New Delhi: Expressing concern over the participation of senior officials of the national regulatory body Central Drugs Standard Control Organization (CDSCO) in a meeting in the US by an American biopharmaceutical industry lobbying group, various civil society groups have raised objections.
In this regard, the groups have written to health minister JP Nadda stating that the timing of the health ministry through CDSCO ’s participation was fraught especially in light of the recent Special 301 report of the US Trade Representative where for the 27th year in a row India was placed on the priority watch list for its alleged poor enforcement of intellectual property regulations.
“Many of the demands from the biopharmaceutical industry are reflected in the 2019 Special 301 Report, which spreads blantant lies and wrong propaganda against India, with a motive to undermine the image of India’s generic industry,” stated the letter.
The Special 301 Report is prepared annually by the Office of the United States Trade Representative (USTR) that identifies trade barriers to United States companies and products due to the intellectual property laws, such as copyright, patents and trademarks, in other countries.
India has continued to reject the report calling it unilateral and has insisted that India’s IP laws are fully compliant with WTO regulations.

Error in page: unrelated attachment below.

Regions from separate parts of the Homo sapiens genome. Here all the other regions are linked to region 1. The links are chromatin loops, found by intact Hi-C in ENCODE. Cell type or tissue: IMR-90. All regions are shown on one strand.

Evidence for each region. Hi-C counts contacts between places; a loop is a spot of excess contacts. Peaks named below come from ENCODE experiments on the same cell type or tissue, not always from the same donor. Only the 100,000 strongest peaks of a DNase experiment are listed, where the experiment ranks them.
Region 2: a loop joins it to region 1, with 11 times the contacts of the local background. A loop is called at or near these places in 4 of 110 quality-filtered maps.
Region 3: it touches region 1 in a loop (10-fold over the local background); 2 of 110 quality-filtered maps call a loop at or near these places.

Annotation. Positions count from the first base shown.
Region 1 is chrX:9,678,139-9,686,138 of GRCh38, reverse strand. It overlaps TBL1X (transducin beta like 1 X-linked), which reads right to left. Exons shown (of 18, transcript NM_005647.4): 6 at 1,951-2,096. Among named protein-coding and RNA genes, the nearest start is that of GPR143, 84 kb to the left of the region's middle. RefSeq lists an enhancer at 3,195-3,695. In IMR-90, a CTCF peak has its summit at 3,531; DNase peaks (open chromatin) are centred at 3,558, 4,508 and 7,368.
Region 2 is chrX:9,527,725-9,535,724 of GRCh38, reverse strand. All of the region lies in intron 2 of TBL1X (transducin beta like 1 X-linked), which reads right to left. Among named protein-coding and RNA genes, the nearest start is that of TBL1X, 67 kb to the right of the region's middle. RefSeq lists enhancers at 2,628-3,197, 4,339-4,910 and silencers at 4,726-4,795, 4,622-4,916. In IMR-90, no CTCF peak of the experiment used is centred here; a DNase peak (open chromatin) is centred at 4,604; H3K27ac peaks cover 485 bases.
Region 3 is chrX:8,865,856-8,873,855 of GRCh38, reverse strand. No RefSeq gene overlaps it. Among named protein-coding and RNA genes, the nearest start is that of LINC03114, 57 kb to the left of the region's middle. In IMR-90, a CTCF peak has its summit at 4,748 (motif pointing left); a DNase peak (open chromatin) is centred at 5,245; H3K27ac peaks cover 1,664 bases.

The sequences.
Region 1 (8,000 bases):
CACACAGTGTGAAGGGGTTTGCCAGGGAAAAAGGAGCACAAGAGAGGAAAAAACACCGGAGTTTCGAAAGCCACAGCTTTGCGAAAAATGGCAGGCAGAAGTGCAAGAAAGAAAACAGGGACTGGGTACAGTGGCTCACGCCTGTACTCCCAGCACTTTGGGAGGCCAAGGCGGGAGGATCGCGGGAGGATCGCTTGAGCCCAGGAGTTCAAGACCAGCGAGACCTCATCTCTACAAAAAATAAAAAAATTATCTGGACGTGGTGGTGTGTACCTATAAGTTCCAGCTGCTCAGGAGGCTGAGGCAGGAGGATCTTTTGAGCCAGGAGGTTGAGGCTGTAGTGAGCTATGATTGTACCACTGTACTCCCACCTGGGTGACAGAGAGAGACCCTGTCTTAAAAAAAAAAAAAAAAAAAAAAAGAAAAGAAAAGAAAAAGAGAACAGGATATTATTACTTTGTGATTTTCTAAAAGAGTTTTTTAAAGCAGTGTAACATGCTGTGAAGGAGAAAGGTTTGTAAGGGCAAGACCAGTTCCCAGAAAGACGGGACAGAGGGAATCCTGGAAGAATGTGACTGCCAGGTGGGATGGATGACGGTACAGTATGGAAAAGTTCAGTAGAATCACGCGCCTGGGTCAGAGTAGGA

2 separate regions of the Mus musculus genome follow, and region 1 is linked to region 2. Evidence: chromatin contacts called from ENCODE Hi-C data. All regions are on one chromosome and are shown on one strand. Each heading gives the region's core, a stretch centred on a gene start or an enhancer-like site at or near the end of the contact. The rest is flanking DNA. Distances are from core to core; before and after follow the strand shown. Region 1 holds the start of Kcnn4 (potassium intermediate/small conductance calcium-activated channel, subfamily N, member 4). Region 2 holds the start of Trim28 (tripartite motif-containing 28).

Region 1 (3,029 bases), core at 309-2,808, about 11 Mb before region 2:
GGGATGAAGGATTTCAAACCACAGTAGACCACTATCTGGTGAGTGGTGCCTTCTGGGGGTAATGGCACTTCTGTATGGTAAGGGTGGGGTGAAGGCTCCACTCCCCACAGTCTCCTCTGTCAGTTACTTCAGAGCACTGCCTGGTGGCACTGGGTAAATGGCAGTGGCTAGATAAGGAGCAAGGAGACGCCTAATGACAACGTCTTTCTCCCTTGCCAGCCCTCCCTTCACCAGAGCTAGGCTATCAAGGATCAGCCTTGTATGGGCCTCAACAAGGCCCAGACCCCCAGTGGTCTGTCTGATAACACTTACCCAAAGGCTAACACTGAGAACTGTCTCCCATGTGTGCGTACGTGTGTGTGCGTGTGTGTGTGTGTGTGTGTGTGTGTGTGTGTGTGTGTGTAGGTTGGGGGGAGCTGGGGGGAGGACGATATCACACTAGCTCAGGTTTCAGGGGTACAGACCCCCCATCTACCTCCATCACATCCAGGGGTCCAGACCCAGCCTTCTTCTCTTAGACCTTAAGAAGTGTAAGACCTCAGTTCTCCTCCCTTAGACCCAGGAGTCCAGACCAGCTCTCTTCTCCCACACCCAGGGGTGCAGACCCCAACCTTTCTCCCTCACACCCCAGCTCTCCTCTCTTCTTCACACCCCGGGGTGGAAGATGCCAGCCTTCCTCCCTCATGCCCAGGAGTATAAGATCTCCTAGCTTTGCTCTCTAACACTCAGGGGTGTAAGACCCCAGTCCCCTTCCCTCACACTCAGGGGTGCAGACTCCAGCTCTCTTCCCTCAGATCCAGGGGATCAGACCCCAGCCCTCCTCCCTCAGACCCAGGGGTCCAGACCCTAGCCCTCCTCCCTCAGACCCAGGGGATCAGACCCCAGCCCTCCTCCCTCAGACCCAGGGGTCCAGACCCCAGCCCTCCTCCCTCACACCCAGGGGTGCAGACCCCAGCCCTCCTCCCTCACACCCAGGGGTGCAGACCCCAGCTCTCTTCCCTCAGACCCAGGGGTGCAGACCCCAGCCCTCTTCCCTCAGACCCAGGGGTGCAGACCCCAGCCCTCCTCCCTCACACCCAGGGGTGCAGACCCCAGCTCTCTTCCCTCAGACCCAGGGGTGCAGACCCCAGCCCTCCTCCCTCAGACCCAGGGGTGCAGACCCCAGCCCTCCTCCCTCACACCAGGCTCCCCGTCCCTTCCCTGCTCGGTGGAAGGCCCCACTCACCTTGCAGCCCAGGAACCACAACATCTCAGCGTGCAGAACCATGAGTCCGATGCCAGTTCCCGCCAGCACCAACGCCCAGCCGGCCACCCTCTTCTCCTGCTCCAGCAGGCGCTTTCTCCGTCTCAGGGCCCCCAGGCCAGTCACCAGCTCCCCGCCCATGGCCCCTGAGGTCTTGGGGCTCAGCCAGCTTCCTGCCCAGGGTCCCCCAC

Recently, the 13th Annual BioPharma & Healthcare Summit scheduled has been organised by the USA-India Chamber of Commerce (USAIC), which is dominated by pharmaceutical transnational corporations.
The letter to the minister also pointed out that many of these companies were also members of the US pharmaceutical industry trade group, Pharmaceutical Research and Manufacturers of America (PhRMA) whose “lobbies often attack India’s intellectual property regime and drug regulations”.
“The USAIC Summit’s agenda is dominated by transnational companies and their interests. These kinds of conferences are often used for lobbying and advancing industry interests. The participation of policy-makers and regulators in such meetings sends a wrong signal and increases the Indian government’s vulnerability to undue corporate influence from pharmaceutical transnational corporations on India’s policy-making and regulations,” stated the letter.
PhRMA’s submission to the USTR “contained several illegitimate complaints and accusations against India” and sought regulatory changes through the backdoor route to block the entry of generics, pointed out the letter.
It also referred to statements made by US Commerce Secretary Ross on May 7 about market access barriers faced by US companies which also cited Indian price controls on medical devices and pharmaceuticals as ‘obstacles’ for US companies.
Referring to media reports that the government might relax price regulation of medical devices and dilute the price cap on coronary stents and knee implants in response to US pressure, the civil society groups urged the government to not succumb to US pressure. They also urged the minister to take measures to prevent the undue influence of US industry associations like PhRMA and USAIC on India’s policy-making.